Burna Boy’s “Twice As Tall” Is An Album Befitting His Status Today

“Twice As Tall”, the third album from Burna Boy under his partnership with Atlantic Records is the ideal album at this stage in his career

“Oh I have to be twice as tall at least to be better than I do”. So goes the sampled opener on Burna Boy’s new album ” Twice As Tall”. As the title portends, the album is both a statement, a testament and drive of an artist who feels he has a mission to place himself, the continent he represents and its music on the global map.

Across three albums, Burna Boy has sought to achieve the latter. On “Outside” (2018), he bridged the gap between afropop and pop music. But, it was the behemoth single “Ye”, that caught the attention of music fans in Europe and the US. On the eponymous, Grammy-nominated album “African Giant” (2019), Burna Boy became a globally recognizable artist. The success of “African Giant”, largely backed by resources from Atlantic Records opened doors for him, including two solid features on Beyonce’s “The Gift: Lion King” album.

Despite the ruins that COVID-19 pandemic has caused in 2020, the Nigerian artist’s roll has not been impeded. Singles, collaborations, including one with Sam Smith followed, days before the announcement of a new album “Twice Tall”. With legendary hip hop producer and founder of Bad Boy Records, Diddy as executive producer, one could clearly sense what Atlantic Records and Burna Boy wanted to do with this album: to introduce afropop to the European and North American music market.

As the tracklist was announced, the reaction from fans were mixed. Whereas some feared “Twice As Tall” would cape to Euro-American market standards, thus losing its African grit, some deemed this move as a marketing strategy aimed at selling Burna Boy as a cross-over pop star; a good step considering his stature in today’s world music affairs.

With the release of the album on August 14, 2020, these viewpoints were vindicated. The album is a hybrid between “Outside” and “African Giant” in respect to its sonic direction and brand positioning. It condensed the african sound with western pop in a way that satisfies both fans.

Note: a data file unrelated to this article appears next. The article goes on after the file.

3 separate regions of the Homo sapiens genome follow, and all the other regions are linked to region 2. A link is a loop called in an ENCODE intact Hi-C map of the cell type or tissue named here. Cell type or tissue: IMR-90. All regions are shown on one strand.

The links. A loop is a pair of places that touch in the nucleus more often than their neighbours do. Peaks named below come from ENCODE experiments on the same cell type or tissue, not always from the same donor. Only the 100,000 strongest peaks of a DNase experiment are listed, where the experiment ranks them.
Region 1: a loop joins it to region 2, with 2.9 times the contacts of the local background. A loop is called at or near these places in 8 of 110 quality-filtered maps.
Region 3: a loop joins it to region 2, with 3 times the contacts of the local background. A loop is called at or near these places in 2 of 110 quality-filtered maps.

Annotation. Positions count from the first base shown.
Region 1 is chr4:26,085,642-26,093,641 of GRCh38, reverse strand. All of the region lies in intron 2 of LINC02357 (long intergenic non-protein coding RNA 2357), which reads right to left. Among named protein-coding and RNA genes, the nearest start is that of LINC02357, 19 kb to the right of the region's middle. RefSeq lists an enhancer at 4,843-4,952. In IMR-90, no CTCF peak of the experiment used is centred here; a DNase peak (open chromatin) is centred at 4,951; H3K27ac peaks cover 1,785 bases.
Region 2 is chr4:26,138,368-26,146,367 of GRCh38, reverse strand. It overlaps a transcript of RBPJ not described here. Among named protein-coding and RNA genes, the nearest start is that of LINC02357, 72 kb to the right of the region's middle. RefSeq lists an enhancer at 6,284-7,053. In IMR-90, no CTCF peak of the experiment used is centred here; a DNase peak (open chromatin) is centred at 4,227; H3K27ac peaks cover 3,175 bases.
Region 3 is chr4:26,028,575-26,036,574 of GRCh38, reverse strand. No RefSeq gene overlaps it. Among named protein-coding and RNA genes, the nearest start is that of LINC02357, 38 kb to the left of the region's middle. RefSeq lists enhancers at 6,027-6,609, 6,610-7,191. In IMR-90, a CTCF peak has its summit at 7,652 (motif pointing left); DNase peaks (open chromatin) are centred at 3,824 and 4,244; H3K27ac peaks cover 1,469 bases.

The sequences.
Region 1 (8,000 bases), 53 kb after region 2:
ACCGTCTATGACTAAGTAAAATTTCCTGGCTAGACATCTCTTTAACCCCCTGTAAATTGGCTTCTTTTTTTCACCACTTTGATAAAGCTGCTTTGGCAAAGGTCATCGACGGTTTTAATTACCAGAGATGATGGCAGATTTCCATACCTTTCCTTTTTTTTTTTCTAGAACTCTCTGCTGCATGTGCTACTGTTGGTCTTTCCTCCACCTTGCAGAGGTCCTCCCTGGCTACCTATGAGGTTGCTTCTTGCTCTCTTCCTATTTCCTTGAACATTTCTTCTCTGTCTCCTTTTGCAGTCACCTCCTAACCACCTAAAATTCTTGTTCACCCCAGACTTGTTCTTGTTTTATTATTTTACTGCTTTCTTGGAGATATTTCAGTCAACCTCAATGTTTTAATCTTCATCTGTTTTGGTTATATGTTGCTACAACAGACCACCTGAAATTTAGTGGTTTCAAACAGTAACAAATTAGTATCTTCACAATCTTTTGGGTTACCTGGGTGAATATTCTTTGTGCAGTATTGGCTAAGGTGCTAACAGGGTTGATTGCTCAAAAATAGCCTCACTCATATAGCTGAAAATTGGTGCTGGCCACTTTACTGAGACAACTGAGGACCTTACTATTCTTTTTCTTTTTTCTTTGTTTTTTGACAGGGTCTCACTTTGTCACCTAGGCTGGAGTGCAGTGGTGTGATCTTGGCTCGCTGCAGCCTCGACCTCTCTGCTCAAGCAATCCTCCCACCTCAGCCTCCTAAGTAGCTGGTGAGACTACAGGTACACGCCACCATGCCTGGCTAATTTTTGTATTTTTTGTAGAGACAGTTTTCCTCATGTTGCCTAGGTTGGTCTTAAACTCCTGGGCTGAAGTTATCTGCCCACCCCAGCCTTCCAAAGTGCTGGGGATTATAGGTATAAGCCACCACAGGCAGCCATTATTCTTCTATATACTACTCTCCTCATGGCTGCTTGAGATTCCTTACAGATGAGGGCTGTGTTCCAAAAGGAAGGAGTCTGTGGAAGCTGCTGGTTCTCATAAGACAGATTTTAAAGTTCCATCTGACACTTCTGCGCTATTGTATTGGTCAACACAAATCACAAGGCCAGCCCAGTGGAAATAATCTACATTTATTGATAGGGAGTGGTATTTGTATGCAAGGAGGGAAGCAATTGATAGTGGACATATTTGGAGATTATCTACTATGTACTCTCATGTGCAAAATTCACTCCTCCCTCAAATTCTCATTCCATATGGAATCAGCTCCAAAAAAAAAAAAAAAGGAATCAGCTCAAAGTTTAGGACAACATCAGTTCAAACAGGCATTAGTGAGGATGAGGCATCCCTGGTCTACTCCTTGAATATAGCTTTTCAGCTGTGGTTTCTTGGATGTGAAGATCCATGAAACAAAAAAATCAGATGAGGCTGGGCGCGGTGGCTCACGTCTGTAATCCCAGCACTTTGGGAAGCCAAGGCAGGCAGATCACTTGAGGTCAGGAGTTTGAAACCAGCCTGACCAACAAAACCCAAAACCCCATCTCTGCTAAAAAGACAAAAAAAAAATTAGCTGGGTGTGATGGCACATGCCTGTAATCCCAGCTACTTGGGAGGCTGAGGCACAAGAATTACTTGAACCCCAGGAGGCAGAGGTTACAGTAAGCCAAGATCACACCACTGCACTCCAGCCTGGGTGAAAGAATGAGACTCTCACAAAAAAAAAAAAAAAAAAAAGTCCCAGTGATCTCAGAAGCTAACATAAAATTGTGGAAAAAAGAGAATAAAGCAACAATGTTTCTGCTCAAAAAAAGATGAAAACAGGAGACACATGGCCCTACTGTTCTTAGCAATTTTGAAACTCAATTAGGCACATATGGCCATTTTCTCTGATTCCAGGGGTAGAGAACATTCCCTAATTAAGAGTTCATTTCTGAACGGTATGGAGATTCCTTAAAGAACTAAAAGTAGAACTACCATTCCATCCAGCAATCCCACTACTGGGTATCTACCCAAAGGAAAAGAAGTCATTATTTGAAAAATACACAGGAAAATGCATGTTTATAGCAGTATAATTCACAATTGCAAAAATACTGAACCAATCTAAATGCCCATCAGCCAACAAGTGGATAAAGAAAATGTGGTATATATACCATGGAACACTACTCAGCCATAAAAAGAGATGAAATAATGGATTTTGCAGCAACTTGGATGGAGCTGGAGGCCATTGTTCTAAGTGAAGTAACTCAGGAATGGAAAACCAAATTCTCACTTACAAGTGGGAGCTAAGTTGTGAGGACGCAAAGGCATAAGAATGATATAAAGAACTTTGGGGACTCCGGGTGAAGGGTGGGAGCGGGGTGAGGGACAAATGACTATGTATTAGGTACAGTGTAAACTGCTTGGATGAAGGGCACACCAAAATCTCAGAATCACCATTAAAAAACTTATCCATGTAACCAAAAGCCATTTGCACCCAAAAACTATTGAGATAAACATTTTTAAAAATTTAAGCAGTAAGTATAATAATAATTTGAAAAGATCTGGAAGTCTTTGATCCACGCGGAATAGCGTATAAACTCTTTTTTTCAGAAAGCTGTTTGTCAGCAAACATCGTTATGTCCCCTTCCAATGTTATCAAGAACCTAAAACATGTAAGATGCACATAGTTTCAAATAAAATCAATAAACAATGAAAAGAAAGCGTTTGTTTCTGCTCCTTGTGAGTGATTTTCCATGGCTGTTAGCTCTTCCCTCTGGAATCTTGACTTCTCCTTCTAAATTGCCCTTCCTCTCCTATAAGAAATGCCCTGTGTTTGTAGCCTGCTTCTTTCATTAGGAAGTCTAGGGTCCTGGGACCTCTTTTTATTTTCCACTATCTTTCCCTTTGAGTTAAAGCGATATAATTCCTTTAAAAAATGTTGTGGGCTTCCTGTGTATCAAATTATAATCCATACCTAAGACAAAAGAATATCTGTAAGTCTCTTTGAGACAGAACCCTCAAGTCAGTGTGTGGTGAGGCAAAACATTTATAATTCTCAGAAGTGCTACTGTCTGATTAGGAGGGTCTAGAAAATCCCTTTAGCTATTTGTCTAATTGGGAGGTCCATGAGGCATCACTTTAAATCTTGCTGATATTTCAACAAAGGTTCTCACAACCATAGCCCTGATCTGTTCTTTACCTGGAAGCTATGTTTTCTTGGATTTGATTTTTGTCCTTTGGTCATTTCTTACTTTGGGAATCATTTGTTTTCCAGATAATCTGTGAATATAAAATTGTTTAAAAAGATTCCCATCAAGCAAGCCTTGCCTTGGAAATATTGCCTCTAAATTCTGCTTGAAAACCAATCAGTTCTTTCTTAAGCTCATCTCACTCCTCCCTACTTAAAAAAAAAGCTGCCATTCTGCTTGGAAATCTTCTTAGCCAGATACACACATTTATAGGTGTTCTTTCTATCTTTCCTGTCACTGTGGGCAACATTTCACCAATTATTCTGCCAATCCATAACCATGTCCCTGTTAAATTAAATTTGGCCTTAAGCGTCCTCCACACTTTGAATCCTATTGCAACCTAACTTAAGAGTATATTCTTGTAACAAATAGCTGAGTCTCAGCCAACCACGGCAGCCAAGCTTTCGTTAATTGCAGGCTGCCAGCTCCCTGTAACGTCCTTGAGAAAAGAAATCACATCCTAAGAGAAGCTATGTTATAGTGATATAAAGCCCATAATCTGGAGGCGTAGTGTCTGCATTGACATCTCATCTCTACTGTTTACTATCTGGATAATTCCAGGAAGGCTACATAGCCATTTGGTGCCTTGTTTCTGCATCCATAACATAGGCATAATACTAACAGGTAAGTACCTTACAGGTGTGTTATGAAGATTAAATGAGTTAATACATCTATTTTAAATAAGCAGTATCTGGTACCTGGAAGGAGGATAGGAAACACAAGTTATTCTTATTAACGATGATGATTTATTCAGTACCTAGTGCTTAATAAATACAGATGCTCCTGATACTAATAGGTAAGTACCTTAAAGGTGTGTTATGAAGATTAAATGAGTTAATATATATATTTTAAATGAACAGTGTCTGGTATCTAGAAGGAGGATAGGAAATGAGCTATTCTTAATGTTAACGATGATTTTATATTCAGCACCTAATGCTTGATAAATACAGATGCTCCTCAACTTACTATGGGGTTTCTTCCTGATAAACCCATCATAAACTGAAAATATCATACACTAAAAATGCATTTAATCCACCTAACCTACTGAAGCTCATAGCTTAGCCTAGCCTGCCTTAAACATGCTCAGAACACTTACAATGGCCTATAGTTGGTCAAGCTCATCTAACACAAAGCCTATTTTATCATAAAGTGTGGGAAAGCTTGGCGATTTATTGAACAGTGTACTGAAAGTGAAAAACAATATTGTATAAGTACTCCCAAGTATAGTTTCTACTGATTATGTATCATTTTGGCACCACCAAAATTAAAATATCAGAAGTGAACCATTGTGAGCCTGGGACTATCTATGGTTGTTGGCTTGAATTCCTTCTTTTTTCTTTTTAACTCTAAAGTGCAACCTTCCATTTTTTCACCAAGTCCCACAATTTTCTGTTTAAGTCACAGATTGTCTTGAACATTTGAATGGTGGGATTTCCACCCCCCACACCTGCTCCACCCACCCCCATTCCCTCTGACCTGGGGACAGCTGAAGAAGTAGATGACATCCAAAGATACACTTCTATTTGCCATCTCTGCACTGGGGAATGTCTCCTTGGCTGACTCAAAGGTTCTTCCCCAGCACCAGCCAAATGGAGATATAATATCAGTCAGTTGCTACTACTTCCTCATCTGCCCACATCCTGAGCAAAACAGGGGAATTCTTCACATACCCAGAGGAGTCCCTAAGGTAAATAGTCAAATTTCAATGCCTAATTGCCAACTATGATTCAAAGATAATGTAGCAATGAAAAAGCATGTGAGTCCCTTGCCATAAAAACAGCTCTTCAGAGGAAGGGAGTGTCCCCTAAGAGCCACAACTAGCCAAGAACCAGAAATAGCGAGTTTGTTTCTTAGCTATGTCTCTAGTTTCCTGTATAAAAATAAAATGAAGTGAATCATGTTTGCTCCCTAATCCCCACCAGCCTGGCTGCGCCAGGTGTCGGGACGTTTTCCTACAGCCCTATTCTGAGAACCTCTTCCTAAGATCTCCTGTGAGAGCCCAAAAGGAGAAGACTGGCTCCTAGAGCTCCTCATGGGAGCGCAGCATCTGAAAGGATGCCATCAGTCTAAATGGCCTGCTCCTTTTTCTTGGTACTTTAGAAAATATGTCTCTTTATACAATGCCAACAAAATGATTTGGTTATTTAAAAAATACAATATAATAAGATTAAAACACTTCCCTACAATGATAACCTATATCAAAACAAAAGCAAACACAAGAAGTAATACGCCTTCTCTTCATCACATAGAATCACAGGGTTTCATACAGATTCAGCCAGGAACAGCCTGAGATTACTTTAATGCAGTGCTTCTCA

“Twice As Tall” opens with the soulful, introspective and inspirational “Level Up”. Burna Boy recalls his past and his present while emphasizing his journey. Lyrics like “Tell them say, they can’t bury us/’Cause the love makes me stand up every time me fall” and “Never thought I could level up till I started filling these venues up” offers a glimpse into the artist he is today. Veteran Senegalese legend, Youssou N’duor, like the elder statesman that he offers sage, inspirational edicts about self-belief on the hook of this afro dancehall record, where he blends his native Wolof with English: “You can do it/Never, never, ever stop”. Youssou N’dour’s soaring, riveting and passionate vocals not only balances with the mellow, sombre vocals of Burna Boy but feels like a ray of light through a cloudy sky.

If there is another thing that was successfully exhibited on this album, it was Burna Boy’s knowledge about the musical taste of the continent and how to satisfy these buds. The saxophone led “Alarm Clock” (with its possessive drums courtesy Anderson.Paak), “Way To Big”, “Bebo (Baby)” and “Wonderful”- released as the first single of “Twice As Tall”-, are crafted along party jams. The records are pulsating, danceable, rhythmic and in-tune with how African pop records sound. On “Wonderful” for instance, the choir-like chants sounds like one inspired by the legendary South African group, Lady Smith Black Mambazo and their work on Paul Simon’s “Graceland” album.

Diddy’s role as a consummate hip hop producer could be heard on “Naughty By Nature”, where Burna Boy both featured the group and flipped their 1999 hit record “Jamboree”. The malleability of Burna Boy and the musical brilliance of Diddy resulted in the packaging of nostalgia in a refreshing way.